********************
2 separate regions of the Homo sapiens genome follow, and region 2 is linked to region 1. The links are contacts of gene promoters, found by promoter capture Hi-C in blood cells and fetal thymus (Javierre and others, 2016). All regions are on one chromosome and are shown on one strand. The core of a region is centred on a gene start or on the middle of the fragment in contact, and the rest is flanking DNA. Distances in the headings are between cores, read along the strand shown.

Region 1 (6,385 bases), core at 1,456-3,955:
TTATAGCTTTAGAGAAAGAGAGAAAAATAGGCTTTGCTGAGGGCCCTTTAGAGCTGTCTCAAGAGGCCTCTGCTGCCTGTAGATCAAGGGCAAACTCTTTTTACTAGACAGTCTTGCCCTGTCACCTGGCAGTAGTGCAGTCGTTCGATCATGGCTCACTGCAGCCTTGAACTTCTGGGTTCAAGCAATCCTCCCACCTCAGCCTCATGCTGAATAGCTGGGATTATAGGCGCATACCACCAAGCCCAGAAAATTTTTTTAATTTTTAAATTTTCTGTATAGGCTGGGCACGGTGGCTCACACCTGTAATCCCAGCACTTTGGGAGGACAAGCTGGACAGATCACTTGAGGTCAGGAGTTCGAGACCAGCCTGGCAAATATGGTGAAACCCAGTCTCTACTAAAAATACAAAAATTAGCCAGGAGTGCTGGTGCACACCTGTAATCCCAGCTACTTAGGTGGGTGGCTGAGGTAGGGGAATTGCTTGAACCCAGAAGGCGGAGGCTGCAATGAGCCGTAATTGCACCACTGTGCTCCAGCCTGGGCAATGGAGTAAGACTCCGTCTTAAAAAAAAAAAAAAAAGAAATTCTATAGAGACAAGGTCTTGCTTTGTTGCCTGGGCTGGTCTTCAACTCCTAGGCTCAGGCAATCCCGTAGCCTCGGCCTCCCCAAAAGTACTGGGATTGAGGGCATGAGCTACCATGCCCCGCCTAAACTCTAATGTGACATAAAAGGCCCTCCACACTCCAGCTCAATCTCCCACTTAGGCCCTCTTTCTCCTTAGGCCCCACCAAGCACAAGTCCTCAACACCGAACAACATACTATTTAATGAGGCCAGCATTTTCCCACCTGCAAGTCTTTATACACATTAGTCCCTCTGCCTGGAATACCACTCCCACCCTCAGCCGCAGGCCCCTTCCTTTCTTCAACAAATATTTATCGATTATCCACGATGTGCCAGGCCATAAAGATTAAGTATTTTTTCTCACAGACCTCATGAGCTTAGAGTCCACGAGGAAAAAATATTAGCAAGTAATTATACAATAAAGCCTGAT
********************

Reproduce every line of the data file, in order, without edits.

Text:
2 separate regions of the Homo sapiens genome follow, and region 2 is linked to region 1. The links are contacts of gene promoters, found by promoter capture Hi-C in blood cells and fetal thymus (Javierre and others, 2016). All regions are on one chromosome and are shown on one strand. The core of a region is centred on a gene start or on the middle of the fragment in contact, and the rest is flanking DNA. Distances in the headings are between cores, read along the strand shown.

Region 1 (6,385 bases), core at 1,456-3,955:
TTATAGCTTTAGAGAAAGAGAGAAAAATAGGCTTTGCTGAGGGCCCTTTAGAGCTGTCTCAAGAGGCCTCTGCTGCCTGTAGATCAAGGGCAAACTCTTTTTACTAGACAGTCTTGCCCTGTCACCTGGCAGTAGTGCAGTCGTTCGATCATGGCTCACTGCAGCCTTGAACTTCTGGGTTCAAGCAATCCTCCCACCTCAGCCTCATGCTGAATAGCTGGGATTATAGGCGCATACCACCAAGCCCAGAAAATTTTTTTAATTTTTAAATTTTCTGTATAGGCTGGGCACGGTGGCTCACACCTGTAATCCCAGCACTTTGGGAGGACAAGCTGGACAGATCACTTGAGGTCAGGAGTTCGAGACCAGCCTGGCAAATATGGTGAAACCCAGTCTCTACTAAAAATACAAAAATTAGCCAGGAGTGCTGGTGCACACCTGTAATCCCAGCTACTTAGGTGGGTGGCTGAGGTAGGGGAATTGCTTGAACCCAGAAGGCGGAGGCTGCAATGAGCCGTAATTGCACCACTGTGCTCCAGCCTGGGCAATGGAGTAAGACTCCGTCTTAAAAAAAAAAAAAAAAGAAATTCTATAGAGACAAGGTCTTGCTTTGTTGCCTGGGCTGGTCTTCAACTCCTAGGCTCAGGCAATCCCGTAGCCTCGGCCTCCCCAAAAGTACTGGGATTGAGGGCATGAGCTACCATGCCCCGCCTAAACTCTAATGTGACATAAAAGGCCCTCCACACTCCAGCTCAATCTCCCACTTAGGCCCTCTTTCTCCTTAGGCCCCACCAAGCACAAGTCCTCAACACCGAACAACATACTATTTAATGAGGCCAGCATTTTCCCACCTGCAAGTCTTTATACACATTAGTCCCTCTGCCTGGAATACCACTCCCACCCTCAGCCGCAGGCCCCTTCCTTTCTTCAACAAATATTTATCGATTATCCACGATGTGCCAGGCCATAAAGATTAAGTATTTTTTCTCACAGACCTCATGAGCTTAGAGTCCACGAGGAAAAAATATTAGCAAGTAATTATACAATAAAGCCTGAT